CBD oil dosage calculation
Though we can’t offer precise guidance for dosage, we can offer a starting point. Use the chart below to identify a starting dose that best aligns with your weight and the severity of your condition. Bear in mind, this chart does not factor in any tolerance you might have for CBD, and it does not constitute medical advice.
|<25lbs||26-45lbs||46-85 lbs||86-150 lbs||151-240 lbs||>241 lbs|
|None- Mild||4.5 mg||6 mg||9 mg||12 mg||18 mg||22.5 mg|
|Medium||6 mg||9 mg||12 mg||15 mg||22.5 mg||30 mg|
|Severe||9 mg||12 mg||15 mg||18 mg||27 mg||45 mg|
When determining CBD oil dosage, try and find a brand that offers bottles with measured droppers. These make it easier to measure out doses.
Remember to increase your dose gradually, to self-observe and to keep a journal.
How do I take CBD the right way for my condition?
There many ways to take CBD, including sublingually, vaping/smoking, in capsules and edibles, but you can also use CBD topically, in CBD skin cream, or take a CBD suppository.
The way you take CBD can affect how you feel the effects, as well as where. Unless CBD reaches your bloodstream, it basically stays where you applied it. Using CBD oil, or a CBD cream on your abdomen near your uterus can help assuage PMS cramps for example.
|Anxiety||1-3 times daily oral supplement + vape pen as needed|
|Arthritic pain||1-3 times daily oral supplement + topical as needed|
|Sleeping||Oral supplement to be used 1-2 hours before bed.|
|Sexual pleasure||Topical vulva spray as desired|
|Menstrual cramps||Vaginal suppository, topical CBD as needed|
Before you take CBD, think on the intended target. If targeting your brain, immune system or blood, it’ll be more effective if CBD travels through your bloodstream. If the bloodstream is the target, the best ways to get CBD into your system would be sublingually or vaping/smoking.
If targeting joints or muscles, you can combine sublingual CBD oil with a topical CBD cream on the target area. This way you can address systemic inflammation as well as local inflammation.
Gummies or capsules can be well suited to sleep or anxiety. A gummy in the morning slowly introduces CBD into your system in the smoothest, mellowest way possible, reducing anxiety and increasing focus. 1-2 at night can fight inflammation and increase sleep quality.
What’s the right CBD dose for my weight?
Again, this is not medical advice, but a safe starting point. Here is the formula for calculating an initial dose according to weight:
0.1mg per pound of body weight.
So that means an individual weighing 100 pounds can safely start on a dose of 10 mg/ day. Start here and increase your dose gradually while keeping a journal of your daily self-observations.
Any advice for how to use CBD for particular conditions?
Simply put: No.
Much more research will have to be done before anyone can accurately prescribe CBD for particular conditions. The best we can do is offer some very basic guidelines. This is not medical advice. What follows are simply safe suggestions for where to start with various conditions. The numbers below have not been arrived at scientifically, but anecdotally. These numbers come from people self-reporting the doses that are effective for them.
Chronic pain: 2 to 20 mg a day.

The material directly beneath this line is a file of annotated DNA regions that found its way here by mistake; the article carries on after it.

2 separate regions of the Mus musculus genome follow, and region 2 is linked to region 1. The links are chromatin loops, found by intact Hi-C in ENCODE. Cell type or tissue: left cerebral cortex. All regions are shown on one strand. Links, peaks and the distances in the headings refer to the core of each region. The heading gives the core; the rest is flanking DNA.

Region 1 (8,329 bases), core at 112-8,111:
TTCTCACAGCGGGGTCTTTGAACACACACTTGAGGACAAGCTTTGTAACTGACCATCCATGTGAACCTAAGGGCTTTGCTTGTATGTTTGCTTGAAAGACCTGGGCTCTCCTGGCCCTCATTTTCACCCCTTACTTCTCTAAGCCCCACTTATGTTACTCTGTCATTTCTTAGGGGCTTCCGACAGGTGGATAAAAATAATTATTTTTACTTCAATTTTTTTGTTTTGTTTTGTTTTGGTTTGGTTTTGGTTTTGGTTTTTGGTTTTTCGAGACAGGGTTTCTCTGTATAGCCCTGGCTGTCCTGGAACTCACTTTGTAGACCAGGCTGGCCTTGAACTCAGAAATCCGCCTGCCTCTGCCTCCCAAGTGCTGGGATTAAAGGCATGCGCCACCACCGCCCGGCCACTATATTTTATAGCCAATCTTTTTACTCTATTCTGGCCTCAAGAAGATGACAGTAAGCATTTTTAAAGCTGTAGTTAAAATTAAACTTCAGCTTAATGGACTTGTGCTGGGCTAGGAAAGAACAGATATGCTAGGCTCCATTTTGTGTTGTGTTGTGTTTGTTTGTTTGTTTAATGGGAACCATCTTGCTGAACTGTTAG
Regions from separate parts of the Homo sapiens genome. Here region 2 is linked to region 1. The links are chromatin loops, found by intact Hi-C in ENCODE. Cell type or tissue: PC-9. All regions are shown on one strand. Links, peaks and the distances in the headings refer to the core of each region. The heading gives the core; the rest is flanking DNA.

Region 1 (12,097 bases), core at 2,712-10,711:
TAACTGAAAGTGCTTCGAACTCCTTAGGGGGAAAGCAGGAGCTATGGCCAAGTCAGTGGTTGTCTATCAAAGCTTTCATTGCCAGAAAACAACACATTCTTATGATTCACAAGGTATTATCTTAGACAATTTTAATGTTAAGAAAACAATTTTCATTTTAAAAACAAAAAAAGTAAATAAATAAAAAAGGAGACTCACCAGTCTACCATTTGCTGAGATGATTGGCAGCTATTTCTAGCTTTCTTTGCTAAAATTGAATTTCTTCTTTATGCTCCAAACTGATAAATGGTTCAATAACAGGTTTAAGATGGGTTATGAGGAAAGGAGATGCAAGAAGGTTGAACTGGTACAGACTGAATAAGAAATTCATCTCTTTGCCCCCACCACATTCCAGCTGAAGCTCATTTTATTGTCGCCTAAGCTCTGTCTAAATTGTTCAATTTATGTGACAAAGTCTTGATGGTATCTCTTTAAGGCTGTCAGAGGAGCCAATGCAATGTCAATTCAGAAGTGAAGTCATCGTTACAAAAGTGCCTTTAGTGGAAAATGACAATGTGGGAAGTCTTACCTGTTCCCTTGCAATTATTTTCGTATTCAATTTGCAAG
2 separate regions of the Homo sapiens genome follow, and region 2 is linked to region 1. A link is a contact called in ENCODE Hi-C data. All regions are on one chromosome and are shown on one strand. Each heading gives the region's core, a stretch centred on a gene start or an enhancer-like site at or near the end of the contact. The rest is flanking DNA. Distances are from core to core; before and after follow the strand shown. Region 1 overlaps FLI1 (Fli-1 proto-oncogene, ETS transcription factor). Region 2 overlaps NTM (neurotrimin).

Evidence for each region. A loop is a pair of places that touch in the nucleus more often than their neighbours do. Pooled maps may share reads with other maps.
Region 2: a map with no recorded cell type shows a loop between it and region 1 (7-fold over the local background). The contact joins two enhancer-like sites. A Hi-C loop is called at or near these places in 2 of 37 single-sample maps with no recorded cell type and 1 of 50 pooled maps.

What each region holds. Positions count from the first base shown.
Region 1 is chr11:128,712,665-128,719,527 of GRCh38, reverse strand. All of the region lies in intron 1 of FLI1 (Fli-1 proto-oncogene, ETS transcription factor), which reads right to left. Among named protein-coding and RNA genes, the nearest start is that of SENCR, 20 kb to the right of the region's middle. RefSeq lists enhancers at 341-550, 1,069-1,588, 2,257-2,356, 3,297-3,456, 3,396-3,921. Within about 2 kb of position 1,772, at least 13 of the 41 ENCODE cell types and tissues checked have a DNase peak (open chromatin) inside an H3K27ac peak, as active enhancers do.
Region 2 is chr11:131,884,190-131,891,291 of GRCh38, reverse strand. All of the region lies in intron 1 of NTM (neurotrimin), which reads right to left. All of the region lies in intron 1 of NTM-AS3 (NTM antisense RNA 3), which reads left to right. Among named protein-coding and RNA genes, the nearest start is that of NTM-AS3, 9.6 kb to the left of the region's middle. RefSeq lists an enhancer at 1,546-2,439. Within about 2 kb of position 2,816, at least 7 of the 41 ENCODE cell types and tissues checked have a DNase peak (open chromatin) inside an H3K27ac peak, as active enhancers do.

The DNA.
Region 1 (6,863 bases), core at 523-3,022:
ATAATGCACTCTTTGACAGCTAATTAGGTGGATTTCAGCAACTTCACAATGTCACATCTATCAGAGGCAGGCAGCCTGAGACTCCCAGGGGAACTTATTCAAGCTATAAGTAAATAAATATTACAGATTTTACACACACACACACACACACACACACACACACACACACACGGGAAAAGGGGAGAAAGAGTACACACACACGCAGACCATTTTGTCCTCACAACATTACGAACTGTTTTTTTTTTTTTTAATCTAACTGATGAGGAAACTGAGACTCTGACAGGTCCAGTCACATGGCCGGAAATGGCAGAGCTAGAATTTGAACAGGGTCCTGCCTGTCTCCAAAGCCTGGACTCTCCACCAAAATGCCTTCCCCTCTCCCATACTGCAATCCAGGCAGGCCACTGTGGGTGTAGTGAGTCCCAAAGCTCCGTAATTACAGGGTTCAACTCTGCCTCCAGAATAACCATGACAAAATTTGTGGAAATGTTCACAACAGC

Anxiety: 10 to 20 mg a day.
Epilepsy: 200 to 300 mg a day.
Glaucoma: 30 to 40 mg a day.
Insomnia: 50 to 150 mg a day.
Depression: 2 to 10 mg a day.
Full Spectrum CBD Oil is, in general, more popular than Hemp CBD Oil – No THC. Though it hasn’t been proven by science, most people claim that Full Spectrum CBD Oil works better for them than the alternatives. The reason for that may be because Full Spectrum CBD Oil contains all of the natural terpenes, cannabinoids and flavonoids of the hemp plant. Some research indicates that whole plant extract CBD—like that found in Full Spectrum CBD Oil—may be more effective than a THC-free CBD oil made with CBD isolate.
CBD isolate is a powder that is 99.9% pure CBD. This substance has been refined from the whole plant extract in order to remove THC and isolate CBD.
For those with sensitivities or allergies to THC, a Hemp CBD Oil – No THC is your best choice. Likewise if you are periodically drug-tested. Full Spectrum CBD Oil contains trace amounts of THC which can be detected on a drug test—even if it is only present in trace amounts. If THC is a problem for you for any reason, it’s likely you should stick to Hemp CBD Oil – No THC.
Can I overdose from CBD?
No. CBD is highly safe and considered “well-tolerated” by humans even at large doses (according to the WHO). CBD is non-toxic and non-addictive. There are few, if any, side-effects.
In the case of unusually large doses for beyond the recommended amount, it is possible to experience side effects including nausea, diarrhea, fatigue, changes in appetite and other fairly mild symptoms. It’s not recommended to take large doses over 1000mg. As we mentioned before, more CBD is not necessarily better.
What are the most common uses of CBD?
In a 2018 study, almost 62% of CBD users reported using CBD to treat a medical condition. The top three medical conditions were pain, anxiety, and depression. According to a study by SingleCare in 2020, the most common uses of CBD for Americans were pain relief (64%), anxiety (49%), and insomnia (42%).
This site is for informational and educational purposes only. The information contained is not intended as medical advice, and cannot be used as a substitute for the medical advice of a physician or medical professional.